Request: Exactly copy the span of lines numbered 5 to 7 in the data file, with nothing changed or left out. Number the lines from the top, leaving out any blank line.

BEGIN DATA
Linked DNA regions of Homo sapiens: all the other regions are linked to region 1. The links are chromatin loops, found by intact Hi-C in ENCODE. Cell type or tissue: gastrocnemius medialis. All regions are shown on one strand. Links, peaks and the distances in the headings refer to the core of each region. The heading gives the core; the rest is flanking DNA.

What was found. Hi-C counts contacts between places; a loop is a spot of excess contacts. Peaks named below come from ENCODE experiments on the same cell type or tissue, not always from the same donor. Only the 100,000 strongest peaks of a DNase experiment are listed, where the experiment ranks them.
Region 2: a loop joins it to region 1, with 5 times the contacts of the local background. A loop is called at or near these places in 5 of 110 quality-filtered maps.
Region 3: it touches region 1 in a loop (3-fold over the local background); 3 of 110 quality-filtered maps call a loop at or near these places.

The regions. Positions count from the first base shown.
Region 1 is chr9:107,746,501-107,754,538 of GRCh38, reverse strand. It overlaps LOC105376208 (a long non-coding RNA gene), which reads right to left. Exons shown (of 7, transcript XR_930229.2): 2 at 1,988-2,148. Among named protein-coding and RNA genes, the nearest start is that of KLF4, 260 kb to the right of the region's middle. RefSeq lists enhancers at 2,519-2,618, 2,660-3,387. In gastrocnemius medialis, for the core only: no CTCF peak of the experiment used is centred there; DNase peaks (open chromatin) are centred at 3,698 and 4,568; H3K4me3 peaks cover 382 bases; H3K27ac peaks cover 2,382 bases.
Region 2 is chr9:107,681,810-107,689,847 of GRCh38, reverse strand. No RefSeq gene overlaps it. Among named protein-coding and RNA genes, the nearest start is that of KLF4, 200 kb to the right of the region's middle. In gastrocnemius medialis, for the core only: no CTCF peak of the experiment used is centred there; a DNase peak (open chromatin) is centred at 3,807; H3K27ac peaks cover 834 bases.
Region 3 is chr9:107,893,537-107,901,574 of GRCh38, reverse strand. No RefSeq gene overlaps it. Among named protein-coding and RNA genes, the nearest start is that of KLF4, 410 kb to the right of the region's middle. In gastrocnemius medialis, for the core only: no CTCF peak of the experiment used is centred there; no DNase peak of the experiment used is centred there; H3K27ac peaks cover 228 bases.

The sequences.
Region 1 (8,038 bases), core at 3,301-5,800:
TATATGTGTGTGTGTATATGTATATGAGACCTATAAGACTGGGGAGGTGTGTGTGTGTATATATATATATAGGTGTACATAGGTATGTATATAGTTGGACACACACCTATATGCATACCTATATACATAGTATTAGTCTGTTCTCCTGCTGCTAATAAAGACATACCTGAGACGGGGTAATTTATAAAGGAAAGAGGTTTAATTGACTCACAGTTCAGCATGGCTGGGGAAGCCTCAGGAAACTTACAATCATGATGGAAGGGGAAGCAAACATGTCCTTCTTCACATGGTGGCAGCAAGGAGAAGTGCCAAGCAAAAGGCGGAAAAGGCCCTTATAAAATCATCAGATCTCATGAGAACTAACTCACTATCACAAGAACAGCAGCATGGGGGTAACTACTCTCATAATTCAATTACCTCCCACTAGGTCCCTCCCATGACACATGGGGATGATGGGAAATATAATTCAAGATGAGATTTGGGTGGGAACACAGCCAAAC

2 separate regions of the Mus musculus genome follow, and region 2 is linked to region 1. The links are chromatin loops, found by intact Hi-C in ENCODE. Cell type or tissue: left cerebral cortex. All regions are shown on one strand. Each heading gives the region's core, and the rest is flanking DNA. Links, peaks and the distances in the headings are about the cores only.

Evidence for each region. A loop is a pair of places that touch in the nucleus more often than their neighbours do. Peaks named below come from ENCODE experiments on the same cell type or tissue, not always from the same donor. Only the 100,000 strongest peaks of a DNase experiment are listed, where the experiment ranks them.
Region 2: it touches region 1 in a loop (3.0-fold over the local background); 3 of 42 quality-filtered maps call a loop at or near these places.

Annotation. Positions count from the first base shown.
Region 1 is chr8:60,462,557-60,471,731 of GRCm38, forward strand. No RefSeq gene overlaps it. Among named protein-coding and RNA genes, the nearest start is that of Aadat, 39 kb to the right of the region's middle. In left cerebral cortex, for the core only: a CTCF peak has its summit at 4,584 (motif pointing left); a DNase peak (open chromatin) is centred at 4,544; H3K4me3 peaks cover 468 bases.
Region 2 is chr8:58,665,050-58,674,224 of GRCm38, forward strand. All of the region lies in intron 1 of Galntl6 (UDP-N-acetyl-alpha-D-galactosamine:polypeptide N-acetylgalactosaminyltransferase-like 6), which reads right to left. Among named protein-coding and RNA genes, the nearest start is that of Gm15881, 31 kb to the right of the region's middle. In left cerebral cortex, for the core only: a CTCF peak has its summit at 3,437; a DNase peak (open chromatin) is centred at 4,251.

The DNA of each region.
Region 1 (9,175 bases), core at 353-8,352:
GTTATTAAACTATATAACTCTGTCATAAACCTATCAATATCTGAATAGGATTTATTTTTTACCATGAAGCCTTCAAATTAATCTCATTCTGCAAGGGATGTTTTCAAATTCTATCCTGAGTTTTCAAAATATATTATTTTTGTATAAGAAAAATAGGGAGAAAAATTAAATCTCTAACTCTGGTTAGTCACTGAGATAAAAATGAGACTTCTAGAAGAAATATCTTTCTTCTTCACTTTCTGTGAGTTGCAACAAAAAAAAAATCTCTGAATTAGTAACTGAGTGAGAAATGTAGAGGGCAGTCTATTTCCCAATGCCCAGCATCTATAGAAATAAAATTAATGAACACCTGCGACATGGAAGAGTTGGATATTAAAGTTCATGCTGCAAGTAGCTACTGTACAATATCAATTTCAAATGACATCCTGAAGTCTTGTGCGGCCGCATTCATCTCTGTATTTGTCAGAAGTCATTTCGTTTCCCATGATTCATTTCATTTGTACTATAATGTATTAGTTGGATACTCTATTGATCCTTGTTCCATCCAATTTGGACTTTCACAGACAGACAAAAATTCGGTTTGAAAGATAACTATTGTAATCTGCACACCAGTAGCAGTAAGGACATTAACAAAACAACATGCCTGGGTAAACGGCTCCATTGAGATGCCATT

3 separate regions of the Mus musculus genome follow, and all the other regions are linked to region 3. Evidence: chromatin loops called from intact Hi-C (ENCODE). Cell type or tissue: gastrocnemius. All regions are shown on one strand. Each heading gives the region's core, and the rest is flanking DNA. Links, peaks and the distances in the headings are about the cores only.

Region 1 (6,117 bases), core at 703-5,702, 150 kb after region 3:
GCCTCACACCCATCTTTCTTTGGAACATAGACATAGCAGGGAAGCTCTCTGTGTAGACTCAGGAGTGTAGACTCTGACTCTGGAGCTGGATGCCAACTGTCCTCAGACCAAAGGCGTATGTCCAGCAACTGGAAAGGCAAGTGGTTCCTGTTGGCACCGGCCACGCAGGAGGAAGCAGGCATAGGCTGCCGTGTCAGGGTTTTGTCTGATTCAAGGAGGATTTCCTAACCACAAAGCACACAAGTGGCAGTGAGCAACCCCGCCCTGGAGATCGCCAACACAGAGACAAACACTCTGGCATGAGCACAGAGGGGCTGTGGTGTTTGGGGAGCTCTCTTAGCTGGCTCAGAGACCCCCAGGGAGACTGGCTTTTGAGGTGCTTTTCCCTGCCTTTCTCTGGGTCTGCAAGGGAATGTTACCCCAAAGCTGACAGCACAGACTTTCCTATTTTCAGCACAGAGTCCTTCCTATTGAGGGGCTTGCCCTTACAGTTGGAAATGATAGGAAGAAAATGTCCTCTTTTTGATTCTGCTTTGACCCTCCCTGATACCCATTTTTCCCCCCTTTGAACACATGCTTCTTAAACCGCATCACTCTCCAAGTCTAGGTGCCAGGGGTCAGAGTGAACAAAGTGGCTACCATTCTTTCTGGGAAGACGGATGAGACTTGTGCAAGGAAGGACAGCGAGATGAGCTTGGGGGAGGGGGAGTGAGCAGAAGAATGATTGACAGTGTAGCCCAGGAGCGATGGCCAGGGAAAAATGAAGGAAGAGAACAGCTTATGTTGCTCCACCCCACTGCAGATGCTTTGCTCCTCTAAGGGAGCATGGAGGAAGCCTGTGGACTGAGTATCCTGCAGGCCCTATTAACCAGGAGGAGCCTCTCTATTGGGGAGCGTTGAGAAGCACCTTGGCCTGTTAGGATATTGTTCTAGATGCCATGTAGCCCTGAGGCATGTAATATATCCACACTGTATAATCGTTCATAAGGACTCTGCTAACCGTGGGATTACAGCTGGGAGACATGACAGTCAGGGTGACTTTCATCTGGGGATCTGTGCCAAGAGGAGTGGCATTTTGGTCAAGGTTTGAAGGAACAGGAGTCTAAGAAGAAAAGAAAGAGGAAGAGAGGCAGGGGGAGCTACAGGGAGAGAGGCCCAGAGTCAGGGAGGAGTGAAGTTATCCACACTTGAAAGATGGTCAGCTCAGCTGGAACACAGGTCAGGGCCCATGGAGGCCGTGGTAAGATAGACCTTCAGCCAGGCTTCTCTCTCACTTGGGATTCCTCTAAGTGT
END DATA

The regions. Positions count from the first base shown.
Region 1 is chr9:107,746,501-107,754,538 of GRCh38, reverse strand. It overlaps LOC105376208 (a long non-coding RNA gene), which reads right to left. Exons shown (of 7, transcript XR_930229.2): 2 at 1,988-2,148. Among named protein-coding and RNA genes, the nearest start is that of KLF4, 260 kb to the right of the region's middle. RefSeq lists enhancers at 2,519-2,618, 2,660-3,387. In gastrocnemius medialis, for the core only: no CTCF peak of the experiment used is centred there; DNase peaks (open chromatin) are centred at 3,698 and 4,568; H3K4me3 peaks cover 382 bases; H3K27ac peaks cover 2,382 bases.
Region 2 is chr9:107,681,810-107,689,847 of GRCh38, reverse strand. No RefSeq gene overlaps it. Among named protein-coding and RNA genes, the nearest start is that of KLF4, 200 kb to the right of the region's middle. In gastrocnemius medialis, for the core only: no CTCF peak of the experiment used is centred there; a DNase peak (open chromatin) is centred at 3,807; H3K27ac peaks cover 834 bases.